Carol Genetti and Gwyneth Zeleny Anderson «Chyme»

A long time ago, perhaps simultaneous to now, geographic and navigational trajectories of Aboriginal Australian trade and ceremony were captured in songlines, memory devices that embed knowledge and landscape into chanted song cycles. Chyme, the collaboration between Chicago-based vocal improviser and composer Carol Genetti and visual artist Gwyneth Zeleny Anderson turns inwards, tracing audio compositions for voice, corrugated tubing, and piano housing into screen-printed “listening scores” of sensory depths internal.

In the making since 2016, Chyme culminates in a limited-edition pouch that holds and activates a measured balance between outer and inner listening. While Anderson’s sensations towards Genetti’s expressive character are rendered as scores, the scores capture music and unfold like maps of attention and its periphery.

Genetti’s vocal craft in recording is as definite and momentous as her shattering live performances. Heard for the first time unaccompanied by another musician since 2002’s Grain and exhibiting a select palette of her vast range, Genetti’s voice outlines and crevices like scribbly gum, pressing narrowly alone and ringing in layers bewilderingly. Salient accompaniments include a filtering corrugated tube (the same heard in Olivia Block’s 1999 classic Pure Gaze) that sonically reinforces a journey into and out-of, and editing techniques that mimic the vocal’s dexterity into an embossing.

Anderson’s scores invite one’s own listening awareness, participation, and self-sensing in imagination of another. They pose a self-diagnostic that prompts the weighing of answers, their bordering absorption, and the recognition of their relative position in timelines. All the while Chyme leads the ears, the eyes, and the fingers across shifted impressions and sudden conjunctions that make welcome.

The audio and score correspond to the voices of each artist, beacons for a dynamic, triangulated listening participation. Witnessing representations of a visceral process in pieces, insinuating the digestion of oneself and other, double-sided, is Chyme.

Take it out, turn it up, go inside, and touch the edge of the paper.

A true collectors’ item, available via

Nathan Keay «-1»

Nathan Keay’s short-running, site-specific, 100-channel sound installation titled -1 is the inaugural exhibition of Third Floor Gallery, a Chicago-based “itinerant curatorial project.” Despite its short notice announcement it wasn’t at all an impromptu project. The hundred speakers have been gathered over the past year, and the hundred one-minute recordings have been recorded at Nathan’s home (also the site of the installation), and other locations where he and Stephanie Morris, his now deceased wife spent time in.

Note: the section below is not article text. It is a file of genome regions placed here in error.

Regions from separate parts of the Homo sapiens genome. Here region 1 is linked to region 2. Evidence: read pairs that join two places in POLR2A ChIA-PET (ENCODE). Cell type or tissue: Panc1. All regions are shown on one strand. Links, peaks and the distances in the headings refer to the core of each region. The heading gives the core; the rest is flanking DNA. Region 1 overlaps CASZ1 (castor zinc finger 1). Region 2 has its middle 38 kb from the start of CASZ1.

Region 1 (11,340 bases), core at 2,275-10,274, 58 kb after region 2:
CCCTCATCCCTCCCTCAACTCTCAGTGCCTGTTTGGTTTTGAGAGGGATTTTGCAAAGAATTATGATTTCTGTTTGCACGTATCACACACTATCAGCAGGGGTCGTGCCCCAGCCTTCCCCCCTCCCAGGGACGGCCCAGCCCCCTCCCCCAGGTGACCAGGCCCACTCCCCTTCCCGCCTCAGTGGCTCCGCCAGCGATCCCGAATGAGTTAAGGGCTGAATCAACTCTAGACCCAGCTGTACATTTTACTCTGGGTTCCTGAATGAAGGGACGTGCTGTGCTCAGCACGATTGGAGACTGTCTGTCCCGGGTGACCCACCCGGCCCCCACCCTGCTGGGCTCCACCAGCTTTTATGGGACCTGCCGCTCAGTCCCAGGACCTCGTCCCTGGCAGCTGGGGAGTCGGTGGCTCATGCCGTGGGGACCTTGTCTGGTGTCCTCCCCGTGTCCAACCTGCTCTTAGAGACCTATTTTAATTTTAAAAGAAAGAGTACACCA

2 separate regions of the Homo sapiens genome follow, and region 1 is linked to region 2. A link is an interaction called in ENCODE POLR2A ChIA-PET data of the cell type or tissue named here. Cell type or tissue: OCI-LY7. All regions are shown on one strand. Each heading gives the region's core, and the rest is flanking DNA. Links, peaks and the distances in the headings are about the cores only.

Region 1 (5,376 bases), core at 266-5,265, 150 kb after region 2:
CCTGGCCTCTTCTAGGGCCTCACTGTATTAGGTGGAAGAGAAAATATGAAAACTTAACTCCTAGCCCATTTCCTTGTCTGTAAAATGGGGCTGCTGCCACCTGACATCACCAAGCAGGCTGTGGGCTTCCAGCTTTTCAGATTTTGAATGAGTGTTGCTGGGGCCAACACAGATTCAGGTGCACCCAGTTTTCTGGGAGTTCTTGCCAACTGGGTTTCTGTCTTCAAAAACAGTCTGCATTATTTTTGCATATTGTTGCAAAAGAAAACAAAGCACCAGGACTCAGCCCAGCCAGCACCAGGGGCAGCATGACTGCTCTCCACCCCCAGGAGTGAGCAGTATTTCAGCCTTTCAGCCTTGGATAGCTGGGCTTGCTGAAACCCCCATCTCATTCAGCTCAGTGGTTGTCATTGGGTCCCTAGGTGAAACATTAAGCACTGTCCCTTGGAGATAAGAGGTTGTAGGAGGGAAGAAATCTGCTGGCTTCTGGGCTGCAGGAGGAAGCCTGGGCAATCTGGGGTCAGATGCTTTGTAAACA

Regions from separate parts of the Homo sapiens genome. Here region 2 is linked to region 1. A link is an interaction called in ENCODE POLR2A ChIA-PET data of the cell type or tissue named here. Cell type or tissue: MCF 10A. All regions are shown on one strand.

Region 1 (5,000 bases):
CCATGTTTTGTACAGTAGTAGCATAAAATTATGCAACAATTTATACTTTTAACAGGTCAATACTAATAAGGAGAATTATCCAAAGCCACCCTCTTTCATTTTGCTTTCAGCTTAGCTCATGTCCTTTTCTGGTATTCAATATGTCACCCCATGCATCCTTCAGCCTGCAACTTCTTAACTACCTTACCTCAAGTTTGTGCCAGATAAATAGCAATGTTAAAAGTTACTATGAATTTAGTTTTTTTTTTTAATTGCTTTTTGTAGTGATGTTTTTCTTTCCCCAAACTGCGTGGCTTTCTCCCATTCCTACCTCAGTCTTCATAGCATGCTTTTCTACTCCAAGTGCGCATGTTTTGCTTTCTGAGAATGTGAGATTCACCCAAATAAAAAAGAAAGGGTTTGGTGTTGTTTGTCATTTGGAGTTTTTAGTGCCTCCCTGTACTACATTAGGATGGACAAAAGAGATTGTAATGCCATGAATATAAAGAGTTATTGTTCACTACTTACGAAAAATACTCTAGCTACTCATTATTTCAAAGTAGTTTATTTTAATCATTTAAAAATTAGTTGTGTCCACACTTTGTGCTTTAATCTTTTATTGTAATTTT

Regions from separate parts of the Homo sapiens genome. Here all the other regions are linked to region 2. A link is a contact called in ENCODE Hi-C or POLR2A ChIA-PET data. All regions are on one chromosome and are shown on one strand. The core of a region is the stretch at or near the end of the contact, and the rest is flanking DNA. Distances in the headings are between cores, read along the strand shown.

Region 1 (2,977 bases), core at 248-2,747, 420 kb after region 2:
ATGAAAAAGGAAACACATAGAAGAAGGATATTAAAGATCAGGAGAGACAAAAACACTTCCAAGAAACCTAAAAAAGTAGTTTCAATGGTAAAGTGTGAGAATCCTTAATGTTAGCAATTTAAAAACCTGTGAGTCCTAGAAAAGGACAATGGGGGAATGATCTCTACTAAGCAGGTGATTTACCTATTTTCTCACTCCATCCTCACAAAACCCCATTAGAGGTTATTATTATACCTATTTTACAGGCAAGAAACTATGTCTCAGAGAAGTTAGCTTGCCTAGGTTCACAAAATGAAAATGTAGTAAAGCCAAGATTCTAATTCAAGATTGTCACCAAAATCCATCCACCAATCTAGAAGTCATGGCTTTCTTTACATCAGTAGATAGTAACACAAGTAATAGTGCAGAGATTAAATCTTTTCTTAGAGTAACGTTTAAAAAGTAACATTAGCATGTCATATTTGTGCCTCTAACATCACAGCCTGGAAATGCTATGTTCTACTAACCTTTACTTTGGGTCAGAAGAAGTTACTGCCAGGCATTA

The Chicago Reader’s 100 Minutes of Silence article emphasized the silent aspect of these recordings, which set up an expectation of an experimental installation. Rather more, it struck as a display of personal interrogation. The cacophony of sound played back from the speakers was heard from the first floor of the building (for a moment I thought I had arrived at the wrong address): an unquiet reflection of Morris’ absence.

“Silence is not always what we think it is. Silence can be the absence of sound; an accustomed sound gone or the loss of a voice. Absolute silence is hard to come by. These sounds are what are left.” –Nathan Keay

The hundred speakers were distributed throughout the apartment in pairs, stacked on window sills, the floor, by an undone bed, bathroom racks, night stands, kitchen counter, and office space. Neither peaceful not chaotic, the continuous minutes of absence collided with Morris’ presence in photographs, stirring contemplation and anxiety, as the apartment at times seemed to rumble. The installation as a memorial agitated the signifiers of presence and absence, silence, and private space.

The recorded and the looped bespoke absence’s essence and presence’s ephemerality. The audio content became shadows of much larger evocations of pondering and holding of transitions. The silence took place in the listener.

Being aware of the tricky and confusing legal issues of apartment galleries in Chicago, an exhibition like this brings to mind messages that an institutional environment conveys differently, or at a loss. Works of private space like -1 must inspire others to create them and support them – to underline and transform the existing, and to transmit the personal into a shared experience.